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Neurochemical Research

, Volume 43, Issue 9, pp 1802–1813 | Cite as

Temporal and Site-Specific Changes in Central Neuroimmune Factors During Rapid Weight Gain After Ovariectomy in Rats

  • Kathleen S. Curtis
  • Kelly McCracken
  • Enith Espinosa
  • Johnson Ong
  • Daniel J. Buck
  • Randall L. Davis
Original Paper
  • 58 Downloads

Abstract

Systemic inflammation is present in obesity and emerging evidence, primarily from studies using male rodents fed high-fat diets, suggests neuroimmune signaling also is involved. We investigated early changes in neuroimmune signaling during the weight gain that follows ovariectomy in rats. Ovariectomized (OVX) rats were given standard rat chow and terminated 5 days (baseline), 4 or 8 weeks after ovariectomy. Levels of interleukin-6 (IL-6) and monocyte chemoattractant protein-1 (MCP-1) in plasma and periuterine adipose were not affected by ovariectomy. In contrast, compared to baseline levels, IL-6 expression in the arcuate nucleus (ARC) and dorsal vagal complex (DVC) decreased by 4 weeks after OVX, but was not affected in the paraventricular nucleus (PVN). MCP-1 expression decreased by 4 weeks in the ARC and by 8 weeks in the PVN, but was not affected in the DVC. Increased glial fibrillary acidic protein (GFAP) expression in the PVN indicated astrocyte activation; decreased toll-like receptor 4 (TLR4) expression in the ARC, but not other regions, suggested early effects on innate immune factors. Importantly, in reproductively intact rats, IL-6 and MCP-1 levels in plasma, periuterine adipose, and brain regions were not affected after 8 weeks. Unlike OVX rats, GFAP expression in the DVC of intact rats was decreased at 8 weeks, and TLR4 expression in the ARC was increased at 8 weeks. Taken together, these dynamic and selective changes in neuroimmune factors co-incident with post-ovariectomy weight gain provide insight into the role of neuroimmune signaling in obesity, particularly in females.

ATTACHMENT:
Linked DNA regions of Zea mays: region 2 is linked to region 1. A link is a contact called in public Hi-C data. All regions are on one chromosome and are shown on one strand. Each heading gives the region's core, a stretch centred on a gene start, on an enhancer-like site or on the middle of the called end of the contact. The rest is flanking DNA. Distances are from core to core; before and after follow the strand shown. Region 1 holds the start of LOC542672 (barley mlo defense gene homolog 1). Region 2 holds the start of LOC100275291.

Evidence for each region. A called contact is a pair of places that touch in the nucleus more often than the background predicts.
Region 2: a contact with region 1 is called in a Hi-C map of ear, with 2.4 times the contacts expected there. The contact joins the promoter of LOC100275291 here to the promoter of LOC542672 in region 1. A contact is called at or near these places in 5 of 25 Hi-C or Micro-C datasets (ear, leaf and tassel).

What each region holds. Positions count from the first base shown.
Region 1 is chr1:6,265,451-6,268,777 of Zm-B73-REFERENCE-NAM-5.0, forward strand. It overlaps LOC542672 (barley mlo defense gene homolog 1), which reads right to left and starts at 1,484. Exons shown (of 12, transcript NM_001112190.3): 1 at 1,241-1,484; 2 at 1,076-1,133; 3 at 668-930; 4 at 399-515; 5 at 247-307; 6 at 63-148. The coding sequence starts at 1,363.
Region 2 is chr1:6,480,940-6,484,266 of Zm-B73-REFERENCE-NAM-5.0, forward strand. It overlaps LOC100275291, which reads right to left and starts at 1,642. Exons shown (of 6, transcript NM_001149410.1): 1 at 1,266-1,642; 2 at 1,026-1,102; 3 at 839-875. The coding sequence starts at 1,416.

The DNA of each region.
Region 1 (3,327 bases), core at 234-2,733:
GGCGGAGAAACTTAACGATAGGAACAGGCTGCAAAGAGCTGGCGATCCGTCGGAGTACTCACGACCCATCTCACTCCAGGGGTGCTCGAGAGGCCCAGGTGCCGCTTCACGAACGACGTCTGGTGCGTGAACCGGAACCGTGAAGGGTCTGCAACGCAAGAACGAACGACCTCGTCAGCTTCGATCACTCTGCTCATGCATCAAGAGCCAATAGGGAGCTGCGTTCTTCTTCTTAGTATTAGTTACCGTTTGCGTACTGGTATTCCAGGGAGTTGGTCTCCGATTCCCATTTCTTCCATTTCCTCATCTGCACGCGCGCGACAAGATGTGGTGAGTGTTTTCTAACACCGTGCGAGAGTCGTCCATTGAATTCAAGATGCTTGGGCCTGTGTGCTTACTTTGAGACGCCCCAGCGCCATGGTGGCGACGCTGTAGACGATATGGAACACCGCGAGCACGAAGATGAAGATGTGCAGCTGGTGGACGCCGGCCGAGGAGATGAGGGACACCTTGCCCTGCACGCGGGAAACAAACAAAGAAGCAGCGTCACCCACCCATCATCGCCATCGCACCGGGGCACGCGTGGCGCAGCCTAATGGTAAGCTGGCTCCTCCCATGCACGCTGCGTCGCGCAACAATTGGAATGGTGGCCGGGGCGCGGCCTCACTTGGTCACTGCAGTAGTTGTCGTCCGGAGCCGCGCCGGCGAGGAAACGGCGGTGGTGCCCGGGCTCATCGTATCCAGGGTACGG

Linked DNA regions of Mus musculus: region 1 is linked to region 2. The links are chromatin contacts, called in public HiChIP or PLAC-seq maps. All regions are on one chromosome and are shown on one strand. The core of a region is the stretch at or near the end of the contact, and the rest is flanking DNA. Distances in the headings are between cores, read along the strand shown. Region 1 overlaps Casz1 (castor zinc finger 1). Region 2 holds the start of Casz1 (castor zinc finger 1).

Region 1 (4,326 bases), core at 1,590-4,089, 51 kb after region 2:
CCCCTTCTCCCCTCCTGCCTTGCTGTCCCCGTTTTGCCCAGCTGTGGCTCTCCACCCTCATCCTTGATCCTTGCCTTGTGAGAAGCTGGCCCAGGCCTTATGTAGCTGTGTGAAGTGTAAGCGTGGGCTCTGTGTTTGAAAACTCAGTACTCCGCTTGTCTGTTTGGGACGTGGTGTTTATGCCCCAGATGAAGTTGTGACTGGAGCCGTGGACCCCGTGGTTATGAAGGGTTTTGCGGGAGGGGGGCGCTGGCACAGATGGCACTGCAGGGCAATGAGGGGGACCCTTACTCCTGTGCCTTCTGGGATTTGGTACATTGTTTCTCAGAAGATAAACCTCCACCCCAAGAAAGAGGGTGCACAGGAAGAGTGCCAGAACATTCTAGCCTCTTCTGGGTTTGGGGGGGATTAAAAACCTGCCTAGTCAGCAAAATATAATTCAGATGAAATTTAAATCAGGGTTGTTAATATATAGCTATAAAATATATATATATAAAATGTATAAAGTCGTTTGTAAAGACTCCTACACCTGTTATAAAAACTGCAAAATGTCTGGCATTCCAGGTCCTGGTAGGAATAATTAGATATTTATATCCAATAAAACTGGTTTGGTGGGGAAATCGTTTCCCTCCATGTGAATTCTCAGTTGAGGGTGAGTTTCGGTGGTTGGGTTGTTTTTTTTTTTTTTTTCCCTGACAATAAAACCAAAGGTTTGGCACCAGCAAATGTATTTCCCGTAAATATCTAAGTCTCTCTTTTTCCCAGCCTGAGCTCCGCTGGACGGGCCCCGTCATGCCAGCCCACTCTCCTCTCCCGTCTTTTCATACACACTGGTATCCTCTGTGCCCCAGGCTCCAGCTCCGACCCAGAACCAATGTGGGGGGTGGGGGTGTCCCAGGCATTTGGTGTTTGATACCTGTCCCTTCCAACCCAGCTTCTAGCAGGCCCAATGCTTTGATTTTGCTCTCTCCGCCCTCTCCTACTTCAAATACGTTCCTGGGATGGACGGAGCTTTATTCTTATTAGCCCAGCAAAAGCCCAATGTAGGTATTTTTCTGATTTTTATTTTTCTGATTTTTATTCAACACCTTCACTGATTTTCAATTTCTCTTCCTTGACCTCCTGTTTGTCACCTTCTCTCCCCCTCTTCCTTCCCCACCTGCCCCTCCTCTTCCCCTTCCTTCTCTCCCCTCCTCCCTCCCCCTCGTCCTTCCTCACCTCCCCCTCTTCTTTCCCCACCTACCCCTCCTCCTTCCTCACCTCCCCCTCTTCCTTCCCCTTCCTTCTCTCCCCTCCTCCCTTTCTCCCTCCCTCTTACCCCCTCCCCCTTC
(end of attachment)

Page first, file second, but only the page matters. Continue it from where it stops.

Keywords

Arcuate nucleus Paraventricular nucleus Dorsal vagal complex IL-6 MCP-1 TLR4 

Notes

Acknowledgements

Portions of this work were presented at the annual meeting of the Society for Neuroscience (San Diego, CA; 2016). This study was supported in part by an Institutional Development Award (IDeA) from the National Institute of General Medical Sciences (8P20GM103447; E.E.) and the Oklahoma Center for the Advancement of Science and Technology (OCAST HR12-196; K.S.C.).

Author Contributions

The authors contributed to the work as follows: KS, RD—Conceptualization, experimental design, data collection and analysis, writing, and editing. KM, EE, JO, DB—data collection and analysis, writing and editing.

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Copyright information

© Springer Science+Business Media, LLC, part of Springer Nature 2018

Authors and Affiliations

  • Kathleen S. Curtis
    • 1
  • Kelly McCracken
    • 1
  • Enith Espinosa
    • 1
  • Johnson Ong
    • 1
  • Daniel J. Buck
    • 1
  • Randall L. Davis
    • 1
  1. 1.Oklahoma State University—Center for Health SciencesTulsaUSA

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